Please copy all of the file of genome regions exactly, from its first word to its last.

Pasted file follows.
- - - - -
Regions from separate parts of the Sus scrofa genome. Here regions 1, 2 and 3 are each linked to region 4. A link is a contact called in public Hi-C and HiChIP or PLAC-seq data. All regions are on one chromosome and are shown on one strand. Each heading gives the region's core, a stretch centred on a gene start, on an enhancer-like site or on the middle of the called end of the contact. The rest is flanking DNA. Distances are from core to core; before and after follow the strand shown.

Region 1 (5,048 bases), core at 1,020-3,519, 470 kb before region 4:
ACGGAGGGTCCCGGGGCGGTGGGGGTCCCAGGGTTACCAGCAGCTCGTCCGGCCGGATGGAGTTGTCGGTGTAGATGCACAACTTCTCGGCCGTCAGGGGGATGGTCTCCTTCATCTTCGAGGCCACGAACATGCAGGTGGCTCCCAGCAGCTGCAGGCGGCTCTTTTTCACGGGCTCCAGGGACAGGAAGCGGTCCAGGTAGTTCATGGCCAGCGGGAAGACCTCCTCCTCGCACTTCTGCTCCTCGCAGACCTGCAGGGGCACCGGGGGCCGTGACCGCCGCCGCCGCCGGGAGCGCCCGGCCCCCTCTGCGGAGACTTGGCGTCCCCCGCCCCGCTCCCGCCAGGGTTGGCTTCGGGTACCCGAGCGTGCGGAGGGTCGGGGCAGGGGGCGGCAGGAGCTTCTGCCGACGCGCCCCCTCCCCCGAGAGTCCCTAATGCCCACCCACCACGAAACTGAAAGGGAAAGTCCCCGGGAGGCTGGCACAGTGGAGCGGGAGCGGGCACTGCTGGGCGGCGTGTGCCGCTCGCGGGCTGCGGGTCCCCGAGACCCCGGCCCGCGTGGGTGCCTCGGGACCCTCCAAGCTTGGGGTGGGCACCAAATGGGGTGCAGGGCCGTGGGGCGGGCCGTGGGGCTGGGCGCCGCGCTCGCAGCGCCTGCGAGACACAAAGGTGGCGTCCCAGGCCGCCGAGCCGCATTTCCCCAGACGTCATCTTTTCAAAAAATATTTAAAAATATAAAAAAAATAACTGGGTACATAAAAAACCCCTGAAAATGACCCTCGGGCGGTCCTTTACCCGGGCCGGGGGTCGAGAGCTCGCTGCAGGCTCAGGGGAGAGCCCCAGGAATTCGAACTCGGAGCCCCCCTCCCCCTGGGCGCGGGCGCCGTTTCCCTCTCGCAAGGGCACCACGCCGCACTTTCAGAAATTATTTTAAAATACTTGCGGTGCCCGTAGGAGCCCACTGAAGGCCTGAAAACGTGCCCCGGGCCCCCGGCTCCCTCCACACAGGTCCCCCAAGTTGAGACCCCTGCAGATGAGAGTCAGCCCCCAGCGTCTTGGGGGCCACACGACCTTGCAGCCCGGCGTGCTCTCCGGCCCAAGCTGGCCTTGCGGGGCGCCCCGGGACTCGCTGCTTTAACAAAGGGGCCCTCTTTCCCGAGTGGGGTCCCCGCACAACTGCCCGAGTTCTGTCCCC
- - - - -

Regions from separate parts of the Sus scrofa genome. Here regions 1, 2 and 3 are each linked to region 4. A link is a contact called in public Hi-C and HiChIP or PLAC-seq data. All regions are on one chromosome and are shown on one strand. Each heading gives the region's core, a stretch centred on a gene start, on an enhancer-like site or on the middle of the called end of the contact. The rest is flanking DNA. Distances are from core to core; before and after follow the strand shown.

Region 1 (5,048 bases), core at 1,020-3,519, 470 kb before region 4:
ACGGAGGGTCCCGGGGCGGTGGGGGTCCCAGGGTTACCAGCAGCTCGTCCGGCCGGATGGAGTTGTCGGTGTAGATGCACAACTTCTCGGCCGTCAGGGGGATGGTCTCCTTCATCTTCGAGGCCACGAACATGCAGGTGGCTCCCAGCAGCTGCAGGCGGCTCTTTTTCACGGGCTCCAGGGACAGGAAGCGGTCCAGGTAGTTCATGGCCAGCGGGAAGACCTCCTCCTCGCACTTCTGCTCCTCGCAGACCTGCAGGGGCACCGGGGGCCGTGACCGCCGCCGCCGCCGGGAGCGCCCGGCCCCCTCTGCGGAGACTTGGCGTCCCCCGCCCCGCTCCCGCCAGGGTTGGCTTCGGGTACCCGAGCGTGCGGAGGGTCGGGGCAGGGGGCGGCAGGAGCTTCTGCCGACGCGCCCCCTCCCCCGAGAGTCCCTAATGCCCACCCACCACGAAACTGAAAGGGAAAGTCCCCGGGAGGCTGGCACAGTGGAGCGGGAGCGGGCACTGCTGGGCGGCGTGTGCCGCTCGCGGGCTGCGGGTCCCCGAGACCCCGGCCCGCGTGGGTGCCTCGGGACCCTCCAAGCTTGGGGTGGGCACCAAATGGGGTGCAGGGCCGTGGGGCGGGCCGTGGGGCTGGGCGCCGCGCTCGCAGCGCCTGCGAGACACAAAGGTGGCGTCCCAGGCCGCCGAGCCGCATTTCCCCAGACGTCATCTTTTCAAAAAATATTTAAAAATATAAAAAAAATAACTGGGTACATAAAAAACCCCTGAAAATGACCCTCGGGCGGTCCTTTACCCGGGCCGGGGGTCGAGAGCTCGCTGCAGGCTCAGGGGAGAGCCCCAGGAATTCGAACTCGGAGCCCCCCTCCCCCTGGGCGCGGGCGCCGTTTCCCTCTCGCAAGGGCACCACGCCGCACTTTCAGAAATTATTTTAAAATACTTGCGGTGCCCGTAGGAGCCCACTGAAGGCCTGAAAACGTGCCCCGGGCCCCCGGCTCCCTCCACACAGGTCCCCCAAGTTGAGACCCCTGCAGATGAGAGTCAGCCCCCAGCGTCTTGGGGGCCACACGACCTTGCAGCCCGGCGTGCTCTCCGGCCCAAGCTGGCCTTGCGGGGCGCCCCGGGACTCGCTGCTTTAACAAAGGGGCCCTCTTTCCCGAGTGGGGTCCCCGCACAACTGCCCGAGTTCTGTCCCC